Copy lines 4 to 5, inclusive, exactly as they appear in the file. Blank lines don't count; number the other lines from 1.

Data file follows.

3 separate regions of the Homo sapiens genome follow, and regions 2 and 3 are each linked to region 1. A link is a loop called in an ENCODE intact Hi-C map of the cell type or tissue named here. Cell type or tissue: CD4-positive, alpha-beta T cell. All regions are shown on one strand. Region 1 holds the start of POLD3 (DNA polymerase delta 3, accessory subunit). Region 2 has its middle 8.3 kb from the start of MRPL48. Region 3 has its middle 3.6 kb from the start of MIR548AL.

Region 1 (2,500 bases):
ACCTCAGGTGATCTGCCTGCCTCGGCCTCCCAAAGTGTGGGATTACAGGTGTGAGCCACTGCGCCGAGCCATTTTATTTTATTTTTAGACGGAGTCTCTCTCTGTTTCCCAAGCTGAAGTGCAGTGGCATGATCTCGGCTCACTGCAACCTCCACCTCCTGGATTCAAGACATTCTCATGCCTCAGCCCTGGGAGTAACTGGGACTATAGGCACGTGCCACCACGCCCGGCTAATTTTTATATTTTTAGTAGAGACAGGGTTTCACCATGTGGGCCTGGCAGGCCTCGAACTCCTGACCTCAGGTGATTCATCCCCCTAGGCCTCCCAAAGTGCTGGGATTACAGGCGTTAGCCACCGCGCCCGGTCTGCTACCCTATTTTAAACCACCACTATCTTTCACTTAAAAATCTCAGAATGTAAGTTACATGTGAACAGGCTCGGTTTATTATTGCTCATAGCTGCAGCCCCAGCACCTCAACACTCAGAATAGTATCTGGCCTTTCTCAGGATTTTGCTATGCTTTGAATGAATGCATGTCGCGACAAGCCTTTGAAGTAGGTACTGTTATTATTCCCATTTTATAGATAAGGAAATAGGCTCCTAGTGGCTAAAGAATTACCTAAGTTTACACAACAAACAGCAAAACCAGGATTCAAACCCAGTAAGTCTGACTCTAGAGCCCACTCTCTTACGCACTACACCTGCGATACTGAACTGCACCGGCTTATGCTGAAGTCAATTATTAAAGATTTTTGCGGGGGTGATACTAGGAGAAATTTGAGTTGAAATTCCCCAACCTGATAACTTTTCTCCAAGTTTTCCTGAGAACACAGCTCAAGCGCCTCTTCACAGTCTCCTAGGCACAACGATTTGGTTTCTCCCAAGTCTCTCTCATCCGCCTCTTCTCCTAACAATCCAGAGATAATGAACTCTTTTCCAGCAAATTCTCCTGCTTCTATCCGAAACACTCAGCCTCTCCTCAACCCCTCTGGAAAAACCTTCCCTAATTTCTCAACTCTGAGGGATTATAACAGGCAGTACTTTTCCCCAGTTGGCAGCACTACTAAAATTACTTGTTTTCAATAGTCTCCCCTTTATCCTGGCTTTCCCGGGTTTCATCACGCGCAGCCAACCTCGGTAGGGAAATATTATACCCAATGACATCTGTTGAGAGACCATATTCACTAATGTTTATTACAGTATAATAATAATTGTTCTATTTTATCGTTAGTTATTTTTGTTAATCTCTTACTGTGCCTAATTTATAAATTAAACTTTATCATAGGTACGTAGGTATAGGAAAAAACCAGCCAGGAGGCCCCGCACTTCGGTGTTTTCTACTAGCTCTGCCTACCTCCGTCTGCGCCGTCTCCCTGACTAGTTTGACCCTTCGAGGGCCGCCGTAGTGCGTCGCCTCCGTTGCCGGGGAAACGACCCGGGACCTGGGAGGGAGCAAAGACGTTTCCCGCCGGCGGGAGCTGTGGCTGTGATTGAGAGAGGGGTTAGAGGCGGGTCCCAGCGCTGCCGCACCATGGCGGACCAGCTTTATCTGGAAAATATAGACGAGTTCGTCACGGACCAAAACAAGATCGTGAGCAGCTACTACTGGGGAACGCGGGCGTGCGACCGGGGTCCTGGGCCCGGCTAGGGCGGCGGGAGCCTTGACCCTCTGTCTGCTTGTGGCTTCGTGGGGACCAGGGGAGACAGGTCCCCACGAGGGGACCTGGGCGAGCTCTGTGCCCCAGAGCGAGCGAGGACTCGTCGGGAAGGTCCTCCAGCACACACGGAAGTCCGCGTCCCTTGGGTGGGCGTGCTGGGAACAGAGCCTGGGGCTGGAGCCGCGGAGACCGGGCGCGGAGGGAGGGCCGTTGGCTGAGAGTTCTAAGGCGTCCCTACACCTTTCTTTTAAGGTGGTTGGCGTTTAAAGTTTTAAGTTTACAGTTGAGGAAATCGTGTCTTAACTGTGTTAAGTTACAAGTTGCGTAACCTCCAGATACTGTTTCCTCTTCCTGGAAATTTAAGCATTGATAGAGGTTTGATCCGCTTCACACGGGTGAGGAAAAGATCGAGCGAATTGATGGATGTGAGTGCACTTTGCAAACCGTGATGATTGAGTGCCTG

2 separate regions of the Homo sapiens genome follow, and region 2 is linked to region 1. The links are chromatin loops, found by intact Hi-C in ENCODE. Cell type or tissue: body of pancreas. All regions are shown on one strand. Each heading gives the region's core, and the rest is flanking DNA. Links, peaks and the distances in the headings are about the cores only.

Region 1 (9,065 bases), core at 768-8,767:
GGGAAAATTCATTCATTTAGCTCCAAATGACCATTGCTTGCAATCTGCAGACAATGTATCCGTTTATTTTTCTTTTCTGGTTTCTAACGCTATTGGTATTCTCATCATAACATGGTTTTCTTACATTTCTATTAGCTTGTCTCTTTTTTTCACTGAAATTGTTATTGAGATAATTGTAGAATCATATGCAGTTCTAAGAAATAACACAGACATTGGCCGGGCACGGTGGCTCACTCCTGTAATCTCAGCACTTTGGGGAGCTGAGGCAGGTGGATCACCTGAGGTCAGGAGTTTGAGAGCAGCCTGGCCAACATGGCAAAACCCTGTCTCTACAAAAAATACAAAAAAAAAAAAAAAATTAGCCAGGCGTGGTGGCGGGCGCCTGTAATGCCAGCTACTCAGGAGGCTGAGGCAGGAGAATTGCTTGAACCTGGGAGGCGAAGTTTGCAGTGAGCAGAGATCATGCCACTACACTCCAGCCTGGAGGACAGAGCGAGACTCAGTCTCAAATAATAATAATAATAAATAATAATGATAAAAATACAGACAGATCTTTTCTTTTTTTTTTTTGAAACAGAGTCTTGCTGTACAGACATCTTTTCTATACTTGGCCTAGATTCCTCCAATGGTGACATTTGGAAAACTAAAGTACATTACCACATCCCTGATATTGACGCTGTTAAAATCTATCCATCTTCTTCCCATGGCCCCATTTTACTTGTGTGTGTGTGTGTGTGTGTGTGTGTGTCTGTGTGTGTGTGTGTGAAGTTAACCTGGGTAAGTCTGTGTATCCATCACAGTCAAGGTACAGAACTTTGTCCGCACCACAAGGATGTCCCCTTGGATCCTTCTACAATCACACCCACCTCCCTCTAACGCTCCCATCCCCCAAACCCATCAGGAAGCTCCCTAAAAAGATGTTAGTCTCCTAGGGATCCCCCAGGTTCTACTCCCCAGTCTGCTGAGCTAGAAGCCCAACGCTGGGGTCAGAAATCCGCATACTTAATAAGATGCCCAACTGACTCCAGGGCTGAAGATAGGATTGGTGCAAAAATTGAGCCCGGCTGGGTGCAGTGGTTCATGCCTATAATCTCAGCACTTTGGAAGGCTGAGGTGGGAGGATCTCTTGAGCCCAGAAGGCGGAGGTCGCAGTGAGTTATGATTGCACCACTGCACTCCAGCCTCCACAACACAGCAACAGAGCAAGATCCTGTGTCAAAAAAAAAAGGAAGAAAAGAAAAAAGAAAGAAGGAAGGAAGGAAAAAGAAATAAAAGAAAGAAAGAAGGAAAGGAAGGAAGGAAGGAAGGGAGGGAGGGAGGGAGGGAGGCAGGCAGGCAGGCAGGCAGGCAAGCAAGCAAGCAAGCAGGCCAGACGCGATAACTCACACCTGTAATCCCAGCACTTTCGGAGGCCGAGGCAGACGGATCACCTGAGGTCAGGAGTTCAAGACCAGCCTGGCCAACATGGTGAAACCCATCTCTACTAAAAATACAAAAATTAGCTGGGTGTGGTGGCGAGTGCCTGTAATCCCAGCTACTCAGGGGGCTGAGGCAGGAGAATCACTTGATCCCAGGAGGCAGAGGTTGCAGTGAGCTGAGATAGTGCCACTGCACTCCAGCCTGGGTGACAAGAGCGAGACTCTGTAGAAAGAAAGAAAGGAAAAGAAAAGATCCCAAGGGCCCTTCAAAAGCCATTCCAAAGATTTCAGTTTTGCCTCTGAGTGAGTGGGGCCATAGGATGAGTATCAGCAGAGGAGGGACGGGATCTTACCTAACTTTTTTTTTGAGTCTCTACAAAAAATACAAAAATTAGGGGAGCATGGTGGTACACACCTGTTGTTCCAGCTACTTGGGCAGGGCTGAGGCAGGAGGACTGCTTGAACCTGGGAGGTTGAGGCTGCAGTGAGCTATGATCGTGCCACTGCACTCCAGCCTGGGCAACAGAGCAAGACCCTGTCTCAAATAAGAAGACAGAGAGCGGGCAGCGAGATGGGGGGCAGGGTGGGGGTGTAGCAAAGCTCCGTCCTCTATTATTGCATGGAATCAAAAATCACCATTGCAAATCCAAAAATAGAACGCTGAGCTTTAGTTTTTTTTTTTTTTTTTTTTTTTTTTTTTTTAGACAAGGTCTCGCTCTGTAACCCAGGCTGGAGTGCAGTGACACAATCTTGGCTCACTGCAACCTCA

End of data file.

2 separate regions of the Homo sapiens genome follow, and region 2 is linked to region 1. The links are chromatin loops, found by intact Hi-C in ENCODE. Cell type or tissue: body of pancreas. All regions are shown on one strand. Each heading gives the region's core, and the rest is flanking DNA. Links, peaks and the distances in the headings are about the cores only.

Region 1 (9,065 bases), core at 768-8,767: